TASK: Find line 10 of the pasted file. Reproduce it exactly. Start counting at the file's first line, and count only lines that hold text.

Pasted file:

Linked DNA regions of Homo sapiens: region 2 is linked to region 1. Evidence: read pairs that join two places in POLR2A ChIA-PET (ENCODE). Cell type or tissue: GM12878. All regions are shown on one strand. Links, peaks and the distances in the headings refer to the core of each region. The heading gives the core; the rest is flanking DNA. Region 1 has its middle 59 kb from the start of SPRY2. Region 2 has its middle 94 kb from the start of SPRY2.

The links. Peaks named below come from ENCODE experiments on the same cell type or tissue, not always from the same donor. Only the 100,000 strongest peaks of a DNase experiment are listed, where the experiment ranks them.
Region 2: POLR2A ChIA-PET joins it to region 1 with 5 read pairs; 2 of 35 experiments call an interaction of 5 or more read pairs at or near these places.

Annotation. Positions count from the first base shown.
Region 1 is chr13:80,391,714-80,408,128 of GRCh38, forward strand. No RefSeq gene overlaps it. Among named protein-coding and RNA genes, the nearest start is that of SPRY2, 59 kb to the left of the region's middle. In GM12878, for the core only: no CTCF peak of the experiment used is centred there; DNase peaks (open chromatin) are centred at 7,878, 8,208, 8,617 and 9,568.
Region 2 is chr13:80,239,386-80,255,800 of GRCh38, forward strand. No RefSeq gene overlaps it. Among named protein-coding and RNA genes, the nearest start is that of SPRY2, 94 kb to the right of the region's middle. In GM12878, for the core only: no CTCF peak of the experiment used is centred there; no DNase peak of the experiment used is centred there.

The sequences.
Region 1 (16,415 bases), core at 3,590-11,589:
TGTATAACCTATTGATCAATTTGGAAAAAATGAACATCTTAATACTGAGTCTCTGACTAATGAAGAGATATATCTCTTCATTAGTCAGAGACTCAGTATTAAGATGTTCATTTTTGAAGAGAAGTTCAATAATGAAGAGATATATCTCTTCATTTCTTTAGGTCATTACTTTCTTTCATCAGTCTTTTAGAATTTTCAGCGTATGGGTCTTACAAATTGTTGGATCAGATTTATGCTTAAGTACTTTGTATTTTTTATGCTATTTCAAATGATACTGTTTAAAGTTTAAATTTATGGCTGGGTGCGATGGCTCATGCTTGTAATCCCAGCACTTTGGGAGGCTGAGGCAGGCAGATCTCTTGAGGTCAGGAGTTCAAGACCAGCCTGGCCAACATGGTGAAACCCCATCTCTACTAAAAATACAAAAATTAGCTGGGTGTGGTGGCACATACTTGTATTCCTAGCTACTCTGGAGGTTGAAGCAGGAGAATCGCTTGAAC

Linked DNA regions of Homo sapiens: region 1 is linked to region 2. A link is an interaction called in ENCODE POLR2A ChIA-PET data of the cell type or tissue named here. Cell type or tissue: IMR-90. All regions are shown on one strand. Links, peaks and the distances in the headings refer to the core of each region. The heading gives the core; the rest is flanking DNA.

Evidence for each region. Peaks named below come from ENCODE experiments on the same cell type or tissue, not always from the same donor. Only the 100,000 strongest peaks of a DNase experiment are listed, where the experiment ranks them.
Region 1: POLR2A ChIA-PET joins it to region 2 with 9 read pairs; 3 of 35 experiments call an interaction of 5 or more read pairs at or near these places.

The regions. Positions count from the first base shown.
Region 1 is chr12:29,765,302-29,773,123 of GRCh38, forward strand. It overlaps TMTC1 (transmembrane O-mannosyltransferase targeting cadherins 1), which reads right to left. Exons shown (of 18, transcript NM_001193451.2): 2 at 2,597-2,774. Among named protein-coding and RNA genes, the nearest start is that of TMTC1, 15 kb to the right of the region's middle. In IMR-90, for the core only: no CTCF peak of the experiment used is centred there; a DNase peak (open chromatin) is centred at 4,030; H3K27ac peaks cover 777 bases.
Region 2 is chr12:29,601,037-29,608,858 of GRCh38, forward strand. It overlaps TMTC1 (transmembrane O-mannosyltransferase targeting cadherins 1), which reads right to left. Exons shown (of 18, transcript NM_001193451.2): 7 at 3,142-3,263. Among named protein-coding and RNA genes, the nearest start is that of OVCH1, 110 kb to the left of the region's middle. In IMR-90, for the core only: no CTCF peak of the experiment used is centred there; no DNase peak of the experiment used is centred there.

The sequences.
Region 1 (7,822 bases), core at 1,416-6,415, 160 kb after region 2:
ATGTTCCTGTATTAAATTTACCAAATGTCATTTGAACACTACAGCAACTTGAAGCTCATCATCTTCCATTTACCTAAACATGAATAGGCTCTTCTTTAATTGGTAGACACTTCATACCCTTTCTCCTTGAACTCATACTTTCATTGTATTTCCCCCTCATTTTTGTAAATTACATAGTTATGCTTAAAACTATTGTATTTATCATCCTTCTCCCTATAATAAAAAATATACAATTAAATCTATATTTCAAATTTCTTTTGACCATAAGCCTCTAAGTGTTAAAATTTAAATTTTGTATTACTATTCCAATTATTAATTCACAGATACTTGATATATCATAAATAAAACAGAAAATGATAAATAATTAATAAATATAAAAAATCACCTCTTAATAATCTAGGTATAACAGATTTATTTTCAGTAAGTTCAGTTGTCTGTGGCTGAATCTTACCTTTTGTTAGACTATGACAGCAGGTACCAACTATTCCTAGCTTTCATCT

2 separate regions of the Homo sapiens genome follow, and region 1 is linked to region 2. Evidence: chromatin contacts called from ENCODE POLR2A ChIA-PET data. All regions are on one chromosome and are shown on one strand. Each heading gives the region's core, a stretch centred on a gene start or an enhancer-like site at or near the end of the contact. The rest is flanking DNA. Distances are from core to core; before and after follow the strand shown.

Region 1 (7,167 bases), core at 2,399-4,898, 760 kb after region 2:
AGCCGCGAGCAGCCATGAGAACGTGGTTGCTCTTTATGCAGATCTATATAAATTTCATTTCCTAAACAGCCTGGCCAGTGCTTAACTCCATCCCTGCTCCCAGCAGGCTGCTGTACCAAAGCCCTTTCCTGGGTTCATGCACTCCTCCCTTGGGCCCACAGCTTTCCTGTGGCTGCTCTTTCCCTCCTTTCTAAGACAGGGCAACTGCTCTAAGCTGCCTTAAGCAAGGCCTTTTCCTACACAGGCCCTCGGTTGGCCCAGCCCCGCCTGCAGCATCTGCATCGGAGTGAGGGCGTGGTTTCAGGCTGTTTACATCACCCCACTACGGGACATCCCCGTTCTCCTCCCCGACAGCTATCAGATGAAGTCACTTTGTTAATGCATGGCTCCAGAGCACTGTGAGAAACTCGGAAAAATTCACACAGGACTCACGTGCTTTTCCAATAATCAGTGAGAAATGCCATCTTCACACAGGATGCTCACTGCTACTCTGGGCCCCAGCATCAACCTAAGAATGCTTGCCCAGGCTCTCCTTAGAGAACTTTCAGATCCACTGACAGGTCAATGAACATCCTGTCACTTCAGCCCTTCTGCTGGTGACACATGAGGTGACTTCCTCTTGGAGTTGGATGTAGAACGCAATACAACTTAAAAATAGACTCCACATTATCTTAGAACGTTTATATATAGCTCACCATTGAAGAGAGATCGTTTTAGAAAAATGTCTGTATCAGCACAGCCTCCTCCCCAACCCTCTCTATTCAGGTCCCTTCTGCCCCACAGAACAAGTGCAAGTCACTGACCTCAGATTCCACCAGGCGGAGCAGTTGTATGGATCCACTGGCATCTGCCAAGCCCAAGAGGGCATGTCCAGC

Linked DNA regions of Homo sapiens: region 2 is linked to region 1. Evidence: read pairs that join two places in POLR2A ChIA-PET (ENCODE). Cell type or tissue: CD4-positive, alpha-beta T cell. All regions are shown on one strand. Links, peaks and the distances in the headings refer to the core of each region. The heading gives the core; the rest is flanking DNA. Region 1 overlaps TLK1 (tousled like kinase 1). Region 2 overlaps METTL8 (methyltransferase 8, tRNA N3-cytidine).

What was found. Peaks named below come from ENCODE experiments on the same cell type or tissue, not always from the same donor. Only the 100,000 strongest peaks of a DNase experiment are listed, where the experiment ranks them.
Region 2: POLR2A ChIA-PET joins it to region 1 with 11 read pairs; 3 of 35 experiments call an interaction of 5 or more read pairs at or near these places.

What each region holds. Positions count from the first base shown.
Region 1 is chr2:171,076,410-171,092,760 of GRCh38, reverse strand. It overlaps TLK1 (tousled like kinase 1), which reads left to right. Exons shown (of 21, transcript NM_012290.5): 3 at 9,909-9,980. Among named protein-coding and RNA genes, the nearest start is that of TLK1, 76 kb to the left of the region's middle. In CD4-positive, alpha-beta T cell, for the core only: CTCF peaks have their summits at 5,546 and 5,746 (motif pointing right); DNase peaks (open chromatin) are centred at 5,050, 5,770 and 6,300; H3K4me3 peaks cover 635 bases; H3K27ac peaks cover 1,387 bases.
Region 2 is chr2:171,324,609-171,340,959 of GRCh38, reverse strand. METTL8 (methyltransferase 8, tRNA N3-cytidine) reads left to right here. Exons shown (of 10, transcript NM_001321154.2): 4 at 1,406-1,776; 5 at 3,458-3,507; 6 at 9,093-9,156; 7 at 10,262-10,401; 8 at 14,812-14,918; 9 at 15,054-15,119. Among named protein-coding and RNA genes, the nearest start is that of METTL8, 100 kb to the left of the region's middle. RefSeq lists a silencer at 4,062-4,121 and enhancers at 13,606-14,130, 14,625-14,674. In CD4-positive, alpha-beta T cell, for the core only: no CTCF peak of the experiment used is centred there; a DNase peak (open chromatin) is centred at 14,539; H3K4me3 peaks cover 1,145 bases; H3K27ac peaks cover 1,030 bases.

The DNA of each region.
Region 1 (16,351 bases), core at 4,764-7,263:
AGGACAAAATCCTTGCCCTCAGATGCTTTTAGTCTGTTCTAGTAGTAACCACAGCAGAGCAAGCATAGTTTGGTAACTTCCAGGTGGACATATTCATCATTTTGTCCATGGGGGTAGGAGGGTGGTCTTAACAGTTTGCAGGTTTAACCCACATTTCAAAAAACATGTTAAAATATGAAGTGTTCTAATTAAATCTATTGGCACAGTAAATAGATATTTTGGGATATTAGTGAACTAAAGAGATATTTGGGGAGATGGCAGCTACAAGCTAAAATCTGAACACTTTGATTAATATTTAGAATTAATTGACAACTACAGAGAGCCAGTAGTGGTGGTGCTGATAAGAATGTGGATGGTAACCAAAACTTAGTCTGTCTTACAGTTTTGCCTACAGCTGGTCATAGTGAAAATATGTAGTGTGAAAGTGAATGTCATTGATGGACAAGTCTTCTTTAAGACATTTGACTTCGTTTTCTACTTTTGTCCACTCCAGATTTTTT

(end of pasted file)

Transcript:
Linked DNA regions of Homo sapiens: region 1 is linked to region 2. A link is an interaction called in ENCODE POLR2A ChIA-PET data of the cell type or tissue named here. Cell type or tissue: IMR-90. All regions are shown on one strand. Links, peaks and the distances in the headings refer to the core of each region. The heading gives the core; the rest is flanking DNA.